Inventions and Discoveries from the Muslim World
By Adnaan Idrees
Have you ever noticed that all the books on science and technology somehow only seem to be filled with discoveries and inventions from the likes of Aristotle, Archimedes, Da Vinci and Thomas Edison... but what about the Muslims? Where are all our discoveries? A period of a thousand years exists between these thinkers and when great Muslim men and women expressed their religiosity through contributions made to society and the sciences. So what were these contributions? And how many of these things are used today? MEDICINE:
Masters of Ophthalmology: All the modern terms that your optician uses like conjunctiva, cornea, uvea and retina come from Muslim eye surgeons of the 10th to the 13th Century. They were conducting operations on diseases of the lids like trachoma, glaucoma or as they called it ‘the headache of the pupil’ back then but the greatest contribution they made to ophthalmology was developing a treatment for cataracts. Also known as al-ma’ nazul’ayn Ma’, which meant “the descending water onto the eye” (the water accumulating in the lens making it cloudy). Al-Mawsili in the 10th Century Iraq designed a hollow needle and inserted it through the limbus to remove the cataract by suction. This very same procedure is carried out to this very day. From his study and practice he wrote a book called The Book of Choices in the Treatment of Eye Diseases. Not a very good name for a book but hey the man was a genius when it came to diseases of the eye as the book discusses 48 different diseases! The manuscript of this book can still be found to this very day, in the Escorial Library in Madrid, Spain. Surgical instruments: The Muslim Surgeon named Abu Al Qasim Al-Zahrawi (10th century) known as Abulcasis in the West is truly the father of surgery. He devised over 200 instruments; his scalpels, bone saws, forceps and fine scissors amongst others are still used in their original form today! He is the author of Kitab Al-Tasrif (method of medicine)- a 30 volumes encyclopaedia on medical practices and his greatest contribution to medicine; this book includes symptoms and treatments of 100’s of diseases, descriptions of particular aspects of pharmacology and diet; and the last, most famous and influential volume about surgical practices. EVERYDAY INVENTIONS and DISCOVERIES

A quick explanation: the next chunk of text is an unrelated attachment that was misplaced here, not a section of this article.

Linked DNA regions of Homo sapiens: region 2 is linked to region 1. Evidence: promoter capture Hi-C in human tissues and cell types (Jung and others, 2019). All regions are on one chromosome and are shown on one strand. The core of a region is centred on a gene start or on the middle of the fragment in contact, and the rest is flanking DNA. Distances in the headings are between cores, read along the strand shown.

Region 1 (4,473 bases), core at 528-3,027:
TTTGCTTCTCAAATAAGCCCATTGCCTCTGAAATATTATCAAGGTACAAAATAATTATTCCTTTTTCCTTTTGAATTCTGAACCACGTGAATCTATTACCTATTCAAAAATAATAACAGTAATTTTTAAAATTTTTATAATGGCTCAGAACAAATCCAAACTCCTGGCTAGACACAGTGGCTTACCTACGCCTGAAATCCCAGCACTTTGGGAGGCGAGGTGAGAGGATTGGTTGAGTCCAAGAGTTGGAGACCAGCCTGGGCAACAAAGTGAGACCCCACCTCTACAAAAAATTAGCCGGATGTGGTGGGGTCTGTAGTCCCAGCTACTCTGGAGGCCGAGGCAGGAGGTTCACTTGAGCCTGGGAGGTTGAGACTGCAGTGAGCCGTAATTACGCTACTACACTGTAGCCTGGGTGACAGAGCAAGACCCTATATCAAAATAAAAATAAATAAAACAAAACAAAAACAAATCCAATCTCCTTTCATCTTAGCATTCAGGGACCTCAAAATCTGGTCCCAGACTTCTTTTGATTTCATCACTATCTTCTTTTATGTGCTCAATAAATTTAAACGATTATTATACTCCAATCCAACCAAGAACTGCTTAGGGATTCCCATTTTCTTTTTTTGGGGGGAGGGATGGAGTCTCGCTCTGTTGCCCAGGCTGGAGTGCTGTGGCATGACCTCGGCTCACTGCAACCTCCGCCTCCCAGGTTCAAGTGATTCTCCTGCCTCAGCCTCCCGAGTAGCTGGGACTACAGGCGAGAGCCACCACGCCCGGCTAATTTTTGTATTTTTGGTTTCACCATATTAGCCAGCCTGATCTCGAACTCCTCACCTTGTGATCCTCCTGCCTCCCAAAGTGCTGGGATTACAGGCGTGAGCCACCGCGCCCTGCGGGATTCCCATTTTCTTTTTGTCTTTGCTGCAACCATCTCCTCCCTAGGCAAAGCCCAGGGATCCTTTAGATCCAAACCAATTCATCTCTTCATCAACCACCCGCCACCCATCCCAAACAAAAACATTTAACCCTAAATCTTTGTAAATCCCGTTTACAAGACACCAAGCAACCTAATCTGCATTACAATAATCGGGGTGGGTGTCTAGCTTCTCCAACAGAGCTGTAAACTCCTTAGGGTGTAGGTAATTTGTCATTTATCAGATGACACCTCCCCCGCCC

Cheques: comes from the Arabic “saqq”. As a form of payment it is a written vow to honour payment for merchandise when its destination is reached. The cheque was created due to the possible dangers of transporting coins as legal tender. In promoting the concept of the saqq or cheque Muslims made the financing of commerce and intercontinental trade possible. In the 9th century it was possible to cash a cheque in China and then withdraw it in Baghdad. Can you say Kerching!? Fountain Pen: Before pens ever came into existence as we know them today, there were other writing instruments like Qalams or reed pens, which were used by the Arabs in the art of calligraphy. But the problem was the same, the ink always existed outside of the pen and it constantly had to make use of an ink-holder. An Arab called Qadi abu Hanifah al-Nu’man ibn Muhammed, who was a close companion to the Egyptian sultan al-Mu’izz, in 953 CE, wrote a book called ‘The Book of Audiences and Concurrence’ in which he recollects how the Al-Mu’izz ordered the commissioning of the fountain pen: “We wish to construct a pen which can be used for writing without having recourse to an ink-holder and whose ink will be contained inside it. A person can fill it with ink and write whatever he likes and the writer can put it in his sleeve and it will not stain nor leak. The ink will flow only when there is an intention to write.” The companion asked: “Is this possible?” And the sultan replied: “It is possible if God so wills.” Sure enough a few days later the craftsman brought a pen which wrote when it was filled with ink, never leaked when turned...
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